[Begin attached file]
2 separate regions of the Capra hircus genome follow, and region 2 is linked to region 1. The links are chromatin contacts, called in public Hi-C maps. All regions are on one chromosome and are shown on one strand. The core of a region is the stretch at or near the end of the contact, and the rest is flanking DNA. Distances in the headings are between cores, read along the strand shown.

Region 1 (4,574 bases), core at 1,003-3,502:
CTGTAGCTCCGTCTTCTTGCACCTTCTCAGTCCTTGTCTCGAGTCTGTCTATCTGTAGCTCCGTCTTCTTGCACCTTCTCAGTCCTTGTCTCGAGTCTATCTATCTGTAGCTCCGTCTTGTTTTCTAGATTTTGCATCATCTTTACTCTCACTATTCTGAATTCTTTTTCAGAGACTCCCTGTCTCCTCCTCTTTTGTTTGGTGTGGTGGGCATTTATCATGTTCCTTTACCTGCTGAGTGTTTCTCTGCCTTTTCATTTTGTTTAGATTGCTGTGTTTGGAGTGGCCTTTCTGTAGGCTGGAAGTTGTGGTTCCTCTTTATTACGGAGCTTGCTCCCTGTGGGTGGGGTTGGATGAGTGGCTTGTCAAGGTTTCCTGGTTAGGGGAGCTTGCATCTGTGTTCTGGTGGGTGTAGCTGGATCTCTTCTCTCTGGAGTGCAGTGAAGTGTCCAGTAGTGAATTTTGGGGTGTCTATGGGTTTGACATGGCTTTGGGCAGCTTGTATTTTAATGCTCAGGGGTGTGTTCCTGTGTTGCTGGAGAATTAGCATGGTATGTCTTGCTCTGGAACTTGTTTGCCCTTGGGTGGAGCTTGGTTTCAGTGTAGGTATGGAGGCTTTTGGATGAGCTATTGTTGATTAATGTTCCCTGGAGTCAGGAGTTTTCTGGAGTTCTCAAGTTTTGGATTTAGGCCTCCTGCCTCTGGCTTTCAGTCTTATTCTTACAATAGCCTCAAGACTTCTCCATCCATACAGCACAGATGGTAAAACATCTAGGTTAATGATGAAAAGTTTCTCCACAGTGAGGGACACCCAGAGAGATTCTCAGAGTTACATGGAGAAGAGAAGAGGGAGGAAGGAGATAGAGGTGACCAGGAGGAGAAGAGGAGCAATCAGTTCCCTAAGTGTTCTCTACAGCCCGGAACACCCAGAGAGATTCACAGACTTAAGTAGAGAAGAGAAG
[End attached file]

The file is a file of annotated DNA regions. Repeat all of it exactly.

2 separate regions of the Capra hircus genome follow, and region 2 is linked to region 1. The links are chromatin contacts, called in public Hi-C maps. All regions are on one chromosome and are shown on one strand. The core of a region is the stretch at or near the end of the contact, and the rest is flanking DNA. Distances in the headings are between cores, read along the strand shown.

Region 1 (4,574 bases), core at 1,003-3,502:
CTGTAGCTCCGTCTTCTTGCACCTTCTCAGTCCTTGTCTCGAGTCTGTCTATCTGTAGCTCCGTCTTCTTGCACCTTCTCAGTCCTTGTCTCGAGTCTATCTATCTGTAGCTCCGTCTTGTTTTCTAGATTTTGCATCATCTTTACTCTCACTATTCTGAATTCTTTTTCAGAGACTCCCTGTCTCCTCCTCTTTTGTTTGGTGTGGTGGGCATTTATCATGTTCCTTTACCTGCTGAGTGTTTCTCTGCCTTTTCATTTTGTTTAGATTGCTGTGTTTGGAGTGGCCTTTCTGTAGGCTGGAAGTTGTGGTTCCTCTTTATTACGGAGCTTGCTCCCTGTGGGTGGGGTTGGATGAGTGGCTTGTCAAGGTTTCCTGGTTAGGGGAGCTTGCATCTGTGTTCTGGTGGGTGTAGCTGGATCTCTTCTCTCTGGAGTGCAGTGAAGTGTCCAGTAGTGAATTTTGGGGTGTCTATGGGTTTGACATGGCTTTGGGCAGCTTGTATTTTAATGCTCAGGGGTGTGTTCCTGTGTTGCTGGAGAATTAGCATGGTATGTCTTGCTCTGGAACTTGTTTGCCCTTGGGTGGAGCTTGGTTTCAGTGTAGGTATGGAGGCTTTTGGATGAGCTATTGTTGATTAATGTTCCCTGGAGTCAGGAGTTTTCTGGAGTTCTCAAGTTTTGGATTTAGGCCTCCTGCCTCTGGCTTTCAGTCTTATTCTTACAATAGCCTCAAGACTTCTCCATCCATACAGCACAGATGGTAAAACATCTAGGTTAATGATGAAAAGTTTCTCCACAGTGAGGGACACCCAGAGAGATTCTCAGAGTTACATGGAGAAGAGAAGAGGGAGGAAGGAGATAGAGGTGACCAGGAGGAGAAGAGGAGCAATCAGTTCCCTAAGTGTTCTCTACAGCCCGGAACACCCAGAGAGATTCACAGACTTAAGTAGAGAAGAGAAG